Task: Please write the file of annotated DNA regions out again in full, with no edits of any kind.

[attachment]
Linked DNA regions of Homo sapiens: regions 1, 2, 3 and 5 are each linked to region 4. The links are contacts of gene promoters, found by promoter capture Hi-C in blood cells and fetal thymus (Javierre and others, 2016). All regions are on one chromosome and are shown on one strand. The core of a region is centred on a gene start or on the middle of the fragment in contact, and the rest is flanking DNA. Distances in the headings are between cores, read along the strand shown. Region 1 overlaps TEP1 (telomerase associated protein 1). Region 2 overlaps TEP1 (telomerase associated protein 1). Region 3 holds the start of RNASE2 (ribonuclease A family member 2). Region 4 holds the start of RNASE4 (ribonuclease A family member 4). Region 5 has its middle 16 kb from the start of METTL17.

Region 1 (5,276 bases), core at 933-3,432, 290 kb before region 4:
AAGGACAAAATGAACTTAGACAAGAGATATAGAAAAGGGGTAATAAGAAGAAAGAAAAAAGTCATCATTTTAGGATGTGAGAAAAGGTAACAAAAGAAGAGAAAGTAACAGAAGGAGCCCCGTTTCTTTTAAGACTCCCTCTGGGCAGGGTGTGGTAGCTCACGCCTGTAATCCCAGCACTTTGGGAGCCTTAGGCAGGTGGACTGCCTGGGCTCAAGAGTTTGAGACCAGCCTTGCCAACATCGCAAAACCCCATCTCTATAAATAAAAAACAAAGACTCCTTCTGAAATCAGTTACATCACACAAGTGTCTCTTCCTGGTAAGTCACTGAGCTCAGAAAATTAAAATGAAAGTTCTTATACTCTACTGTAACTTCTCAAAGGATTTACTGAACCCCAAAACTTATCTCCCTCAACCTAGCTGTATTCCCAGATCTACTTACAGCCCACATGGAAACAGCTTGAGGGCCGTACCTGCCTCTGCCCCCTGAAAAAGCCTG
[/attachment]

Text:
Linked DNA regions of Homo sapiens: regions 1, 2, 3 and 5 are each linked to region 4. The links are contacts of gene promoters, found by promoter capture Hi-C in blood cells and fetal thymus (Javierre and others, 2016). All regions are on one chromosome and are shown on one strand. The core of a region is centred on a gene start or on the middle of the fragment in contact, and the rest is flanking DNA. Distances in the headings are between cores, read along the strand shown. Region 1 overlaps TEP1 (telomerase associated protein 1). Region 2 overlaps TEP1 (telomerase associated protein 1). Region 3 holds the start of RNASE2 (ribonuclease A family member 2). Region 4 holds the start of RNASE4 (ribonuclease A family member 4). Region 5 has its middle 16 kb from the start of METTL17.

Region 1 (5,276 bases), core at 933-3,432, 290 kb before region 4:
AAGGACAAAATGAACTTAGACAAGAGATATAGAAAAGGGGTAATAAGAAGAAAGAAAAAAGTCATCATTTTAGGATGTGAGAAAAGGTAACAAAAGAAGAGAAAGTAACAGAAGGAGCCCCGTTTCTTTTAAGACTCCCTCTGGGCAGGGTGTGGTAGCTCACGCCTGTAATCCCAGCACTTTGGGAGCCTTAGGCAGGTGGACTGCCTGGGCTCAAGAGTTTGAGACCAGCCTTGCCAACATCGCAAAACCCCATCTCTATAAATAAAAAACAAAGACTCCTTCTGAAATCAGTTACATCACACAAGTGTCTCTTCCTGGTAAGTCACTGAGCTCAGAAAATTAAAATGAAAGTTCTTATACTCTACTGTAACTTCTCAAAGGATTTACTGAACCCCAAAACTTATCTCCCTCAACCTAGCTGTATTCCCAGATCTACTTACAGCCCACATGGAAACAGCTTGAGGGCCGTACCTGCCTCTGCCCCCTGAAAAAGCCTG